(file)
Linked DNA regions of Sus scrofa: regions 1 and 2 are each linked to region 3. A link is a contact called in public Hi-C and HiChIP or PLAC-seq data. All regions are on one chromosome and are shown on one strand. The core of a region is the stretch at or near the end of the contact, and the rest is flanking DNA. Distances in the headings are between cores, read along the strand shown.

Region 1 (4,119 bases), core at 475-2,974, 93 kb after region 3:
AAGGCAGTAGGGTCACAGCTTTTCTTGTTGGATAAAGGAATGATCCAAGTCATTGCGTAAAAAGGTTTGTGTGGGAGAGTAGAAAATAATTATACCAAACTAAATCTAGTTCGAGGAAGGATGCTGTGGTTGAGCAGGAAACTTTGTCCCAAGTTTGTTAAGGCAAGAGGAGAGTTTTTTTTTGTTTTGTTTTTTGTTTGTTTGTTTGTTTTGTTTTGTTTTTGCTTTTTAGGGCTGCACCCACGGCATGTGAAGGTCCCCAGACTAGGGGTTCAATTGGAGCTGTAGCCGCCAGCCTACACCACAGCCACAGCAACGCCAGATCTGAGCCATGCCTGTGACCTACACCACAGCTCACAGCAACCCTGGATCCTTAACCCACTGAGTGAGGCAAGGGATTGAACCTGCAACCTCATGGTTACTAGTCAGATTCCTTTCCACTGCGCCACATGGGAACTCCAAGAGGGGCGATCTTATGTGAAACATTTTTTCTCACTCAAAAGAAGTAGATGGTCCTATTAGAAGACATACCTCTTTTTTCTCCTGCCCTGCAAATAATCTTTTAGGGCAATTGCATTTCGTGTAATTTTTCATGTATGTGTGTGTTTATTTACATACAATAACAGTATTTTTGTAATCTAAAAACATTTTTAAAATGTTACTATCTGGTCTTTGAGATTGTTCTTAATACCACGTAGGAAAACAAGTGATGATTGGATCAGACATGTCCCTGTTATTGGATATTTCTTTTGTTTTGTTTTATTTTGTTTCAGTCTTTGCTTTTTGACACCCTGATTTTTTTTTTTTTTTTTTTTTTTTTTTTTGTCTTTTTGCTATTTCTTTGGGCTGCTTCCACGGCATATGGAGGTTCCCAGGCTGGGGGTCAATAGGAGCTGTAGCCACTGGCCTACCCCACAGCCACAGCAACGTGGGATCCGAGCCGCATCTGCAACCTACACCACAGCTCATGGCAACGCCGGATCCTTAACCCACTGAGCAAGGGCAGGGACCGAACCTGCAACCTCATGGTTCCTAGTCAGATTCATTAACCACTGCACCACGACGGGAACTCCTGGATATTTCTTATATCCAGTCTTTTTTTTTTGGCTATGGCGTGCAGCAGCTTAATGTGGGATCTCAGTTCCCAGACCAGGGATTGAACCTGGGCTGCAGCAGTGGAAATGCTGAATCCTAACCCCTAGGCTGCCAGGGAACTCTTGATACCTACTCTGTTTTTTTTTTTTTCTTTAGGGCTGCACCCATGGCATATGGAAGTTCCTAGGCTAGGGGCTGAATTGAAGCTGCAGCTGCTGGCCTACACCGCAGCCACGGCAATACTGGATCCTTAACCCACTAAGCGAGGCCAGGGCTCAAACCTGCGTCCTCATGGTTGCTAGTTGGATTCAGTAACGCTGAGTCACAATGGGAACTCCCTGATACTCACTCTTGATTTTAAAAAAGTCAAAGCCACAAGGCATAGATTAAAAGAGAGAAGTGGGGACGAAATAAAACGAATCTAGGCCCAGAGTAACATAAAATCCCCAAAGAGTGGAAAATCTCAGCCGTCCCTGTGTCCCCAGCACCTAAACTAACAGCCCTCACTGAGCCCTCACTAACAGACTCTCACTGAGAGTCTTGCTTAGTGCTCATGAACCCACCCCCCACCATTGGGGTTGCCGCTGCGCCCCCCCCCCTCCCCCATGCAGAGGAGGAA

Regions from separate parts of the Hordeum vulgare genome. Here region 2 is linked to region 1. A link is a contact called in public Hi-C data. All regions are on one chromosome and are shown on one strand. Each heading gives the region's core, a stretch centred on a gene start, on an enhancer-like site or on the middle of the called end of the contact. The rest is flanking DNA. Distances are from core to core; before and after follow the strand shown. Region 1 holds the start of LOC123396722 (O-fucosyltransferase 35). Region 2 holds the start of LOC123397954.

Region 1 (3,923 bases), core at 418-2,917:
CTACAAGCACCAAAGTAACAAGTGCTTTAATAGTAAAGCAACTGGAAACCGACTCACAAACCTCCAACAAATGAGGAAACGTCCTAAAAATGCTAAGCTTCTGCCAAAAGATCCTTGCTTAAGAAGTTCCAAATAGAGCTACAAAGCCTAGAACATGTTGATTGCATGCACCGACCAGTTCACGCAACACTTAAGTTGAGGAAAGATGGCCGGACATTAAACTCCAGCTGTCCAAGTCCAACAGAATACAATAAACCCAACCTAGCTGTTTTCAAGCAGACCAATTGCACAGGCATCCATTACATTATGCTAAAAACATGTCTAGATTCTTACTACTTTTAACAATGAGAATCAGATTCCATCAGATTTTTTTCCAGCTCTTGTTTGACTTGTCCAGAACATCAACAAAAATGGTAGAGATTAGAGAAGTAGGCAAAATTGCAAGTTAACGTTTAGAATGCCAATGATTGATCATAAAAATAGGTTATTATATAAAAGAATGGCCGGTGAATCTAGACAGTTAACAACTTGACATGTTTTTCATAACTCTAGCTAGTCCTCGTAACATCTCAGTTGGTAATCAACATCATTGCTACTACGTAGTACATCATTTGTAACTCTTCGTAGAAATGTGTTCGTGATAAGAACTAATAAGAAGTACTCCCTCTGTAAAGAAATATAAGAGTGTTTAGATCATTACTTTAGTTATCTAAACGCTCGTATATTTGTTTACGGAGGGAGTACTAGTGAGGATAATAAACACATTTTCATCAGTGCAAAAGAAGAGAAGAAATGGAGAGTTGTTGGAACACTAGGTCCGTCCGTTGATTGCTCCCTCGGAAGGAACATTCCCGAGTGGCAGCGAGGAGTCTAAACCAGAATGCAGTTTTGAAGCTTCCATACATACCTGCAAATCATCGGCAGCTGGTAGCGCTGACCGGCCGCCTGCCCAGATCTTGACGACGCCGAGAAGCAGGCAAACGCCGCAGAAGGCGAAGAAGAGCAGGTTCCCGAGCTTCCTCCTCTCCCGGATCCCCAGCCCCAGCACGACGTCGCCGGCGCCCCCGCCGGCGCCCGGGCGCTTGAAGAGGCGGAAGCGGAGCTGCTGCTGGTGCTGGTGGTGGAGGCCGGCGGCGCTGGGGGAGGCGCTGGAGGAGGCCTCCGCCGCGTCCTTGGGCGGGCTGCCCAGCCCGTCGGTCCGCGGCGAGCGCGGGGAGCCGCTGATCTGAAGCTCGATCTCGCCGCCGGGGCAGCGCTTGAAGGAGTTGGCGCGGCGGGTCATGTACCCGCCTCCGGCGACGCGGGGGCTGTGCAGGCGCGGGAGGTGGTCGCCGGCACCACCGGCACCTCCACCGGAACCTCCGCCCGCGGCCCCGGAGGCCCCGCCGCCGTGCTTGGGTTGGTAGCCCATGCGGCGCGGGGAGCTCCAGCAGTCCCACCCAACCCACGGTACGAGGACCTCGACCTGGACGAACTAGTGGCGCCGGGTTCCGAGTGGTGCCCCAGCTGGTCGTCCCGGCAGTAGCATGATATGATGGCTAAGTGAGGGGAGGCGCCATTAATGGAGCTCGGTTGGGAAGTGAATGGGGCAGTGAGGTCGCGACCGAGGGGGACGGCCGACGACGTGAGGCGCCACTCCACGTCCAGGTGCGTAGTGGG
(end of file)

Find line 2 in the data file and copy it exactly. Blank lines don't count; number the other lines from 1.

Region 1 (4,119 bases), core at 475-2,974, 93 kb after region 3: